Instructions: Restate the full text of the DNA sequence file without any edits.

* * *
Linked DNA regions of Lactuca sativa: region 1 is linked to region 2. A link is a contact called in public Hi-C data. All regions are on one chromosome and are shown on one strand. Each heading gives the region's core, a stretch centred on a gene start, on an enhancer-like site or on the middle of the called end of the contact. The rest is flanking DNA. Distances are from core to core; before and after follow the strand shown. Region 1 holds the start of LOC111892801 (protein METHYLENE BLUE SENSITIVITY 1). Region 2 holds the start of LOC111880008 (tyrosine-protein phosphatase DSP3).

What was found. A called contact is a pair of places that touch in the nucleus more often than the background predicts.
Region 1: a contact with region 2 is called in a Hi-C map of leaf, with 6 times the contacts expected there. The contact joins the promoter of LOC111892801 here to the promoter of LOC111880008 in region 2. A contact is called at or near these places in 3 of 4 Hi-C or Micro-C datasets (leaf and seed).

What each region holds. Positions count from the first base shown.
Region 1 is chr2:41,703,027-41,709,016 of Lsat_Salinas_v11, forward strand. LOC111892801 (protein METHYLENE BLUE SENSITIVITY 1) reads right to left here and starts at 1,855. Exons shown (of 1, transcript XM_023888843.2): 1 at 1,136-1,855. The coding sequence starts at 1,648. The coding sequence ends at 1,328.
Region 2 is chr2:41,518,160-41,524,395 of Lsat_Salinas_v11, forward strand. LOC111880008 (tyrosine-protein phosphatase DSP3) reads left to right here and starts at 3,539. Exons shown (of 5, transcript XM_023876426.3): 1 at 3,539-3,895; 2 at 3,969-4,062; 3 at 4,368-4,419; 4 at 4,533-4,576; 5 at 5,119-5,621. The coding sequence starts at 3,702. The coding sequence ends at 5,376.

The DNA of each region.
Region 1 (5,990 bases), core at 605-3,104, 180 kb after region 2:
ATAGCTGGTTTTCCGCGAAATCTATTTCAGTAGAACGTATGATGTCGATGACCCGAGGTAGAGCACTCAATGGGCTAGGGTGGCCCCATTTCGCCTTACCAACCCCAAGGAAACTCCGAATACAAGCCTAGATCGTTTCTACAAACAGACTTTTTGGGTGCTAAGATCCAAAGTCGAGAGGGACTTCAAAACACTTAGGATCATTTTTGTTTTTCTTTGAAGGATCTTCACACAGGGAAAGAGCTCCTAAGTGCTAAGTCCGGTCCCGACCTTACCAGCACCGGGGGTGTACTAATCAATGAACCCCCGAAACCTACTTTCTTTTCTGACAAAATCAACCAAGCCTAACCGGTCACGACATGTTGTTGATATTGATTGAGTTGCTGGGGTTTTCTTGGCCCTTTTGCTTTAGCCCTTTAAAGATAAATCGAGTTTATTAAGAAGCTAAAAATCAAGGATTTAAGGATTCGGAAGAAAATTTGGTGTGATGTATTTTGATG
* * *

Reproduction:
Linked DNA regions of Lactuca sativa: region 1 is linked to region 2. A link is a contact called in public Hi-C data. All regions are on one chromosome and are shown on one strand. Each heading gives the region's core, a stretch centred on a gene start, on an enhancer-like site or on the middle of the called end of the contact. The rest is flanking DNA. Distances are from core to core; before and after follow the strand shown. Region 1 holds the start of LOC111892801 (protein METHYLENE BLUE SENSITIVITY 1). Region 2 holds the start of LOC111880008 (tyrosine-protein phosphatase DSP3).

What was found. A called contact is a pair of places that touch in the nucleus more often than the background predicts.
Region 1: a contact with region 2 is called in a Hi-C map of leaf, with 6 times the contacts expected there. The contact joins the promoter of LOC111892801 here to the promoter of LOC111880008 in region 2. A contact is called at or near these places in 3 of 4 Hi-C or Micro-C datasets (leaf and seed).

What each region holds. Positions count from the first base shown.
Region 1 is chr2:41,703,027-41,709,016 of Lsat_Salinas_v11, forward strand. LOC111892801 (protein METHYLENE BLUE SENSITIVITY 1) reads right to left here and starts at 1,855. Exons shown (of 1, transcript XM_023888843.2): 1 at 1,136-1,855. The coding sequence starts at 1,648. The coding sequence ends at 1,328.
Region 2 is chr2:41,518,160-41,524,395 of Lsat_Salinas_v11, forward strand. LOC111880008 (tyrosine-protein phosphatase DSP3) reads left to right here and starts at 3,539. Exons shown (of 5, transcript XM_023876426.3): 1 at 3,539-3,895; 2 at 3,969-4,062; 3 at 4,368-4,419; 4 at 4,533-4,576; 5 at 5,119-5,621. The coding sequence starts at 3,702. The coding sequence ends at 5,376.

The DNA of each region.
Region 1 (5,990 bases), core at 605-3,104, 180 kb after region 2:
ATAGCTGGTTTTCCGCGAAATCTATTTCAGTAGAACGTATGATGTCGATGACCCGAGGTAGAGCACTCAATGGGCTAGGGTGGCCCCATTTCGCCTTACCAACCCCAAGGAAACTCCGAATACAAGCCTAGATCGTTTCTACAAACAGACTTTTTGGGTGCTAAGATCCAAAGTCGAGAGGGACTTCAAAACACTTAGGATCATTTTTGTTTTTCTTTGAAGGATCTTCACACAGGGAAAGAGCTCCTAAGTGCTAAGTCCGGTCCCGACCTTACCAGCACCGGGGGTGTACTAATCAATGAACCCCCGAAACCTACTTTCTTTTCTGACAAAATCAACCAAGCCTAACCGGTCACGACATGTTGTTGATATTGATTGAGTTGCTGGGGTTTTCTTGGCCCTTTTGCTTTAGCCCTTTAAAGATAAATCGAGTTTATTAAGAAGCTAAAAATCAAGGATTTAAGGATTCGGAAGAAAATTTGGTGTGATGTATTTTGATG